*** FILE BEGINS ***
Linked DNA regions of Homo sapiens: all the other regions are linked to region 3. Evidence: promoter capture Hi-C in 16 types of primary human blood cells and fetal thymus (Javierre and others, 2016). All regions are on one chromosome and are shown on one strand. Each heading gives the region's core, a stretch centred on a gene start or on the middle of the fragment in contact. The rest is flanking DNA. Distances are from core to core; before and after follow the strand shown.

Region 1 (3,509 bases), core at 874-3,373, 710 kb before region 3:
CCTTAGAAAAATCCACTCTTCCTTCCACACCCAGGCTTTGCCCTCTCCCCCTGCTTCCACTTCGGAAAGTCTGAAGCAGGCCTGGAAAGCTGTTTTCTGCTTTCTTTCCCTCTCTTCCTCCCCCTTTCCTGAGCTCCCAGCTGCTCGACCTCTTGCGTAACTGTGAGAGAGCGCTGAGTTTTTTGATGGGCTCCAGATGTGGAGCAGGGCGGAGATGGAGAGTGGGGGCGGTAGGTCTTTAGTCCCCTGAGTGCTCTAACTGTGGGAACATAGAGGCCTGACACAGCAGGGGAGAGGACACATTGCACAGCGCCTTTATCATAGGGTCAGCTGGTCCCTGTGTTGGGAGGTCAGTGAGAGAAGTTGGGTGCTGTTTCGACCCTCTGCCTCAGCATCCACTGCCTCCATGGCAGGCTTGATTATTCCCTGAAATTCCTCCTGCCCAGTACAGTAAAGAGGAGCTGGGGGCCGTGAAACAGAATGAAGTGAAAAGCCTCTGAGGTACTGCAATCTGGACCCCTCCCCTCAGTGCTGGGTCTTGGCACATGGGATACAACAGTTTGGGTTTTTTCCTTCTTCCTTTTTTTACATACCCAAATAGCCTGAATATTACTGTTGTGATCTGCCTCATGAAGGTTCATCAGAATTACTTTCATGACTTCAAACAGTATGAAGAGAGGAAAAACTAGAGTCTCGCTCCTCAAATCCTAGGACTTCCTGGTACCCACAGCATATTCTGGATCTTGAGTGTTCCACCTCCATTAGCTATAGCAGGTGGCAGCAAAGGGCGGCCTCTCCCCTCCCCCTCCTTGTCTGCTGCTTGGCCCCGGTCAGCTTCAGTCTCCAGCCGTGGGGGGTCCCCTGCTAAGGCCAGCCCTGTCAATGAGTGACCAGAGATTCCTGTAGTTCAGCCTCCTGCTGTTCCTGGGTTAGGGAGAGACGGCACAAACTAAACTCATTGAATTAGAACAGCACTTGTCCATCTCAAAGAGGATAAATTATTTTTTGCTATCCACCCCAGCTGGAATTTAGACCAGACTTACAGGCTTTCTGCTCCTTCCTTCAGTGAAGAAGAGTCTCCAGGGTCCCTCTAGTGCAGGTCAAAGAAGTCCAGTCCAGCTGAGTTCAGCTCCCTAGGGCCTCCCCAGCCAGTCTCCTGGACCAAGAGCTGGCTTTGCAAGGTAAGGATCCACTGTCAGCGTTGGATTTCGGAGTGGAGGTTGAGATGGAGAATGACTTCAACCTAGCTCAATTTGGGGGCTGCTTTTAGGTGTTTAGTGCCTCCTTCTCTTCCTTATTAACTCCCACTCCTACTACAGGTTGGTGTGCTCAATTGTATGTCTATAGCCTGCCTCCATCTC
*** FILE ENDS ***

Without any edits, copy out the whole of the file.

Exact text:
Linked DNA regions of Homo sapiens: all the other regions are linked to region 3. Evidence: promoter capture Hi-C in 16 types of primary human blood cells and fetal thymus (Javierre and others, 2016). All regions are on one chromosome and are shown on one strand. Each heading gives the region's core, a stretch centred on a gene start or on the middle of the fragment in contact. The rest is flanking DNA. Distances are from core to core; before and after follow the strand shown.

Region 1 (3,509 bases), core at 874-3,373, 710 kb before region 3:
CCTTAGAAAAATCCACTCTTCCTTCCACACCCAGGCTTTGCCCTCTCCCCCTGCTTCCACTTCGGAAAGTCTGAAGCAGGCCTGGAAAGCTGTTTTCTGCTTTCTTTCCCTCTCTTCCTCCCCCTTTCCTGAGCTCCCAGCTGCTCGACCTCTTGCGTAACTGTGAGAGAGCGCTGAGTTTTTTGATGGGCTCCAGATGTGGAGCAGGGCGGAGATGGAGAGTGGGGGCGGTAGGTCTTTAGTCCCCTGAGTGCTCTAACTGTGGGAACATAGAGGCCTGACACAGCAGGGGAGAGGACACATTGCACAGCGCCTTTATCATAGGGTCAGCTGGTCCCTGTGTTGGGAGGTCAGTGAGAGAAGTTGGGTGCTGTTTCGACCCTCTGCCTCAGCATCCACTGCCTCCATGGCAGGCTTGATTATTCCCTGAAATTCCTCCTGCCCAGTACAGTAAAGAGGAGCTGGGGGCCGTGAAACAGAATGAAGTGAAAAGCCTCTGAGGTACTGCAATCTGGACCCCTCCCCTCAGTGCTGGGTCTTGGCACATGGGATACAACAGTTTGGGTTTTTTCCTTCTTCCTTTTTTTACATACCCAAATAGCCTGAATATTACTGTTGTGATCTGCCTCATGAAGGTTCATCAGAATTACTTTCATGACTTCAAACAGTATGAAGAGAGGAAAAACTAGAGTCTCGCTCCTCAAATCCTAGGACTTCCTGGTACCCACAGCATATTCTGGATCTTGAGTGTTCCACCTCCATTAGCTATAGCAGGTGGCAGCAAAGGGCGGCCTCTCCCCTCCCCCTCCTTGTCTGCTGCTTGGCCCCGGTCAGCTTCAGTCTCCAGCCGTGGGGGGTCCCCTGCTAAGGCCAGCCCTGTCAATGAGTGACCAGAGATTCCTGTAGTTCAGCCTCCTGCTGTTCCTGGGTTAGGGAGAGACGGCACAAACTAAACTCATTGAATTAGAACAGCACTTGTCCATCTCAAAGAGGATAAATTATTTTTTGCTATCCACCCCAGCTGGAATTTAGACCAGACTTACAGGCTTTCTGCTCCTTCCTTCAGTGAAGAAGAGTCTCCAGGGTCCCTCTAGTGCAGGTCAAAGAAGTCCAGTCCAGCTGAGTTCAGCTCCCTAGGGCCTCCCCAGCCAGTCTCCTGGACCAAGAGCTGGCTTTGCAAGGTAAGGATCCACTGTCAGCGTTGGATTTCGGAGTGGAGGTTGAGATGGAGAATGACTTCAACCTAGCTCAATTTGGGGGCTGCTTTTAGGTGTTTAGTGCCTCCTTCTCTTCCTTATTAACTCCCACTCCTACTACAGGTTGGTGTGCTCAATTGTATGTCTATAGCCTGCCTCCATCTC